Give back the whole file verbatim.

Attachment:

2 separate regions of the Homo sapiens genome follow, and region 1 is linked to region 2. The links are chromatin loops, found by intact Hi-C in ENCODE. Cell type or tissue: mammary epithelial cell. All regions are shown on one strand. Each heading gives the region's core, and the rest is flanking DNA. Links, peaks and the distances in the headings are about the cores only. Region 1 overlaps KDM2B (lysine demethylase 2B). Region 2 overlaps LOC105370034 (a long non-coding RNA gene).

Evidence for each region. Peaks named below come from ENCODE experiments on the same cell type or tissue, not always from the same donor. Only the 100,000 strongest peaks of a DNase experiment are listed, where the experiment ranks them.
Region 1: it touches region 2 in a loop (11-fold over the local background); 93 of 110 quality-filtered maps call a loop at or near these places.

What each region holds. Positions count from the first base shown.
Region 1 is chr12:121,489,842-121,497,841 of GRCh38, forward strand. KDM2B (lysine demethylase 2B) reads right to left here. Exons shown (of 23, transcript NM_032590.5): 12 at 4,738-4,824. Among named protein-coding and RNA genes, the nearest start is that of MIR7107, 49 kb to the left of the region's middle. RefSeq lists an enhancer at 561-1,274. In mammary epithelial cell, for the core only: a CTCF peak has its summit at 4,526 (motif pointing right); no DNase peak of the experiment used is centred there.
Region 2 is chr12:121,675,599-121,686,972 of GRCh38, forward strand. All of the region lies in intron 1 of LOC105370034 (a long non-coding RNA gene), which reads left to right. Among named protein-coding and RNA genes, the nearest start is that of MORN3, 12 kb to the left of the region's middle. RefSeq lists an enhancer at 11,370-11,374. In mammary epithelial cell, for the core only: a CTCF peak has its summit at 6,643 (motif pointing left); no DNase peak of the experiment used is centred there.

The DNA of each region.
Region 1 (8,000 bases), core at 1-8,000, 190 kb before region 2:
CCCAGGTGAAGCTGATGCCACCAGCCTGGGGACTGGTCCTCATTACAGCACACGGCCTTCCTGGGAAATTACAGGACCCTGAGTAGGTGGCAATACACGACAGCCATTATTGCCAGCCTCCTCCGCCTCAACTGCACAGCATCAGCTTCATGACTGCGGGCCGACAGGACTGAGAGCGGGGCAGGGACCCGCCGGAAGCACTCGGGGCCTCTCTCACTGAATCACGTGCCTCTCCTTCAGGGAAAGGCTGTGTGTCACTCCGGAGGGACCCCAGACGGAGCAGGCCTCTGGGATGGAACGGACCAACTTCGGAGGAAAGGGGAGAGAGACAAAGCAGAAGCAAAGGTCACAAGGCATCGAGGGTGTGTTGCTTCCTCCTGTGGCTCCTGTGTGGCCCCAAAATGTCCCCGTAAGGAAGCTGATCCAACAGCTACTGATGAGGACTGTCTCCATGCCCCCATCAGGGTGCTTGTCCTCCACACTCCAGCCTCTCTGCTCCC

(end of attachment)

2 separate regions of the Homo sapiens genome follow, and region 1 is linked to region 2. The links are chromatin loops, found by intact Hi-C in ENCODE. Cell type or tissue: mammary epithelial cell. All regions are shown on one strand. Each heading gives the region's core, and the rest is flanking DNA. Links, peaks and the distances in the headings are about the cores only. Region 1 overlaps KDM2B (lysine demethylase 2B). Region 2 overlaps LOC105370034 (a long non-coding RNA gene).

Evidence for each region. Peaks named below come from ENCODE experiments on the same cell type or tissue, not always from the same donor. Only the 100,000 strongest peaks of a DNase experiment are listed, where the experiment ranks them.
Region 1: it touches region 2 in a loop (11-fold over the local background); 93 of 110 quality-filtered maps call a loop at or near these places.

What each region holds. Positions count from the first base shown.
Region 1 is chr12:121,489,842-121,497,841 of GRCh38, forward strand. KDM2B (lysine demethylase 2B) reads right to left here. Exons shown (of 23, transcript NM_032590.5): 12 at 4,738-4,824. Among named protein-coding and RNA genes, the nearest start is that of MIR7107, 49 kb to the left of the region's middle. RefSeq lists an enhancer at 561-1,274. In mammary epithelial cell, for the core only: a CTCF peak has its summit at 4,526 (motif pointing right); no DNase peak of the experiment used is centred there.
Region 2 is chr12:121,675,599-121,686,972 of GRCh38, forward strand. All of the region lies in intron 1 of LOC105370034 (a long non-coding RNA gene), which reads left to right. Among named protein-coding and RNA genes, the nearest start is that of MORN3, 12 kb to the left of the region's middle. RefSeq lists an enhancer at 11,370-11,374. In mammary epithelial cell, for the core only: a CTCF peak has its summit at 6,643 (motif pointing left); no DNase peak of the experiment used is centred there.

The DNA of each region.
Region 1 (8,000 bases), core at 1-8,000, 190 kb before region 2:
CCCAGGTGAAGCTGATGCCACCAGCCTGGGGACTGGTCCTCATTACAGCACACGGCCTTCCTGGGAAATTACAGGACCCTGAGTAGGTGGCAATACACGACAGCCATTATTGCCAGCCTCCTCCGCCTCAACTGCACAGCATCAGCTTCATGACTGCGGGCCGACAGGACTGAGAGCGGGGCAGGGACCCGCCGGAAGCACTCGGGGCCTCTCTCACTGAATCACGTGCCTCTCCTTCAGGGAAAGGCTGTGTGTCACTCCGGAGGGACCCCAGACGGAGCAGGCCTCTGGGATGGAACGGACCAACTTCGGAGGAAAGGGGAGAGAGACAAAGCAGAAGCAAAGGTCACAAGGCATCGAGGGTGTGTTGCTTCCTCCTGTGGCTCCTGTGTGGCCCCAAAATGTCCCCGTAAGGAAGCTGATCCAACAGCTACTGATGAGGACTGTCTCCATGCCCCCATCAGGGTGCTTGTCCTCCACACTCCAGCCTCTCTGCTCCC